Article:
https://doi.org/10.1371/journal.pntd.0004270.t005

Of the random sample of individuals who did not present to MDA, 14 (1.2%) of the 1,149 individuals examined had TT.

Six months after the follow-up survey, we re-contacted 19 of the 23 TT cases who were screened negative by the intervention CTAs to determine possible reasons for being incorrectly screened during MDA. Four persons were quite elderly and had no recollection of attending MDA or being screened despite mass treatment logs noting their attendance and completion of screening. Of the remaining 15 individuals, 5 (33%) stated that they had not been asked screening questions, 5 (33%) said they had been asked the questions but had not been examined, and 5 (33%) said they had received both questions and examination. When these 15 individuals were asked again the questions using the TT screening card, those who had initially been screened out based on the interview questions (n = 5) answered the questions negatively again despite having visible TT. However, those who had not been asked questions during MDA (n = 5) and those who had been both interviewed and examined (n = 5) answered positively to at least one interview question.

Discussion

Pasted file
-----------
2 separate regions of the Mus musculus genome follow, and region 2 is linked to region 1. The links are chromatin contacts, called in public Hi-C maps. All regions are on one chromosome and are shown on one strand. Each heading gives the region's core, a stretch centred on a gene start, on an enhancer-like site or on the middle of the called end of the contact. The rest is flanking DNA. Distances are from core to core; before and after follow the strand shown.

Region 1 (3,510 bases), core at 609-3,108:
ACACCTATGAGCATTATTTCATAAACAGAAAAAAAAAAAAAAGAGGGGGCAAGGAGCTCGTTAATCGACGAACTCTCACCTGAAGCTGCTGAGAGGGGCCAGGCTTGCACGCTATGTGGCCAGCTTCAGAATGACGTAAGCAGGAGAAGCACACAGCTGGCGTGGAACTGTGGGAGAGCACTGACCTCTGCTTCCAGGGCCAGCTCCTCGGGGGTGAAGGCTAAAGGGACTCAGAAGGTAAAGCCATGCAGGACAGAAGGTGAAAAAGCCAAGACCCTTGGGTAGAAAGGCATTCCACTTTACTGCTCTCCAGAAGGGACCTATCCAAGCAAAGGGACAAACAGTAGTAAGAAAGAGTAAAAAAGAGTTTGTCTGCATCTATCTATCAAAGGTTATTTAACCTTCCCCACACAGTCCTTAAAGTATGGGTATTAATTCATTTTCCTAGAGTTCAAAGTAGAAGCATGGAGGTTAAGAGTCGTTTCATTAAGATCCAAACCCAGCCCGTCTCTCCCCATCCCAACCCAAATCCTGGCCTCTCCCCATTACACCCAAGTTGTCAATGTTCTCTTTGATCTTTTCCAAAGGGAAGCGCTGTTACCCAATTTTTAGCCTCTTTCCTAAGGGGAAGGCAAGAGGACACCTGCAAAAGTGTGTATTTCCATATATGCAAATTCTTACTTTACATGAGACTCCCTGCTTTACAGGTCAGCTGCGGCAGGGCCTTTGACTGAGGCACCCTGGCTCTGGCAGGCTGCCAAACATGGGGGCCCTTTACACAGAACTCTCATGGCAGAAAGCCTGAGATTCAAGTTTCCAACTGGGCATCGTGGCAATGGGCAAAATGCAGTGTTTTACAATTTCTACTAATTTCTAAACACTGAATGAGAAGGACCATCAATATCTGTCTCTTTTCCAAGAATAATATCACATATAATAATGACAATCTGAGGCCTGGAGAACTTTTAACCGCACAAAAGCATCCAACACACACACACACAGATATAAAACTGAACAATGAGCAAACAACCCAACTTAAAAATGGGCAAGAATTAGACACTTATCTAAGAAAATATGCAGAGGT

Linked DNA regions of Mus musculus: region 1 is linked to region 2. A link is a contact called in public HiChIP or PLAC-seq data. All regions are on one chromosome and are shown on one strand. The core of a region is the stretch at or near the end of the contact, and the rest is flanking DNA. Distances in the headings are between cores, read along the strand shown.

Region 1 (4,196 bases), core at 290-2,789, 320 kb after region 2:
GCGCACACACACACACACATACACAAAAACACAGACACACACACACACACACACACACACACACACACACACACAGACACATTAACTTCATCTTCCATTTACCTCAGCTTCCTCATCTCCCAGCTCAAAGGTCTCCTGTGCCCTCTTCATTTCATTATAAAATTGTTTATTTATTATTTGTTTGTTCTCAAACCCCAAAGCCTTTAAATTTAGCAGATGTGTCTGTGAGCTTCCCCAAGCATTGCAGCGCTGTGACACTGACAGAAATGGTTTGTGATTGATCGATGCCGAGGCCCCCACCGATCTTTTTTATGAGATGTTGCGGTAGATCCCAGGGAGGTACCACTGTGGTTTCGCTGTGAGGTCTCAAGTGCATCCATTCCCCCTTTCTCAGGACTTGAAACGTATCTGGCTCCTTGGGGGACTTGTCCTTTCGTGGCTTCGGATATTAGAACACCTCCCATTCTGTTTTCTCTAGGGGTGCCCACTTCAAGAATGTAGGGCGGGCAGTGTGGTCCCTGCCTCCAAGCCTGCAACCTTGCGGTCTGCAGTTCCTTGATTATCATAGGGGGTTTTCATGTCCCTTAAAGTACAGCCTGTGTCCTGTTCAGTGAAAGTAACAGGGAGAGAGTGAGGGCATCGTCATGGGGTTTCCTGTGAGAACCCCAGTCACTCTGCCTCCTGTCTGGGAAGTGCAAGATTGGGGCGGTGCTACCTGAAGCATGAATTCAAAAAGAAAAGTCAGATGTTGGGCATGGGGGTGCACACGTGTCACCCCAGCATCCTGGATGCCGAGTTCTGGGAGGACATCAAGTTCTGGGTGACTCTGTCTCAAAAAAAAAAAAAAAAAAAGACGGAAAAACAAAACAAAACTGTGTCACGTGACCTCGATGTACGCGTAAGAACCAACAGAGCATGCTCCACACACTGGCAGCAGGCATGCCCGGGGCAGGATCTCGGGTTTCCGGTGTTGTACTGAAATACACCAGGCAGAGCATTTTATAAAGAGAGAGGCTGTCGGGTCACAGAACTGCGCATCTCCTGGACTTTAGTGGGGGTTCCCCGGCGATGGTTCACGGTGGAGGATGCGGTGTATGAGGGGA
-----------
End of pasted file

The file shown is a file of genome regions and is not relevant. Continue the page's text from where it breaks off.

This study demonstrates that an expanded but simple training program and use of a TT screening card improves the ability of CTAs to identify cases of TT during MDA. Using this approach, CTAs identified over five times more TT cases than did those assigned to usual care. Additionally, training and use of the card required minimal additional resources, making this intervention an easily implementable approach to identify TT cases in MDA communities. Although this was a substantial improvement, sensitivity for CTA screening was still lower than expected. As the goal of TT screening is to find those individuals with TT who are currently in need of treatment, a higher sensitivity is necessary to reliably identify as many true positive cases as possible. While the scripted questions were designed to be specific for TT, many individuals answering yes did not have TT. In another study, 43% of false positive cases found by CTAs in fact had other eye pathology, including corneal disease and cataract [20]. From a primary eye care perspective, a high number of false positives may identify other eye conditions that require intervention. Therefore, having an eye care professional undertake further verification would not only help identify TT cases, but could also direct other patients into the eye care system.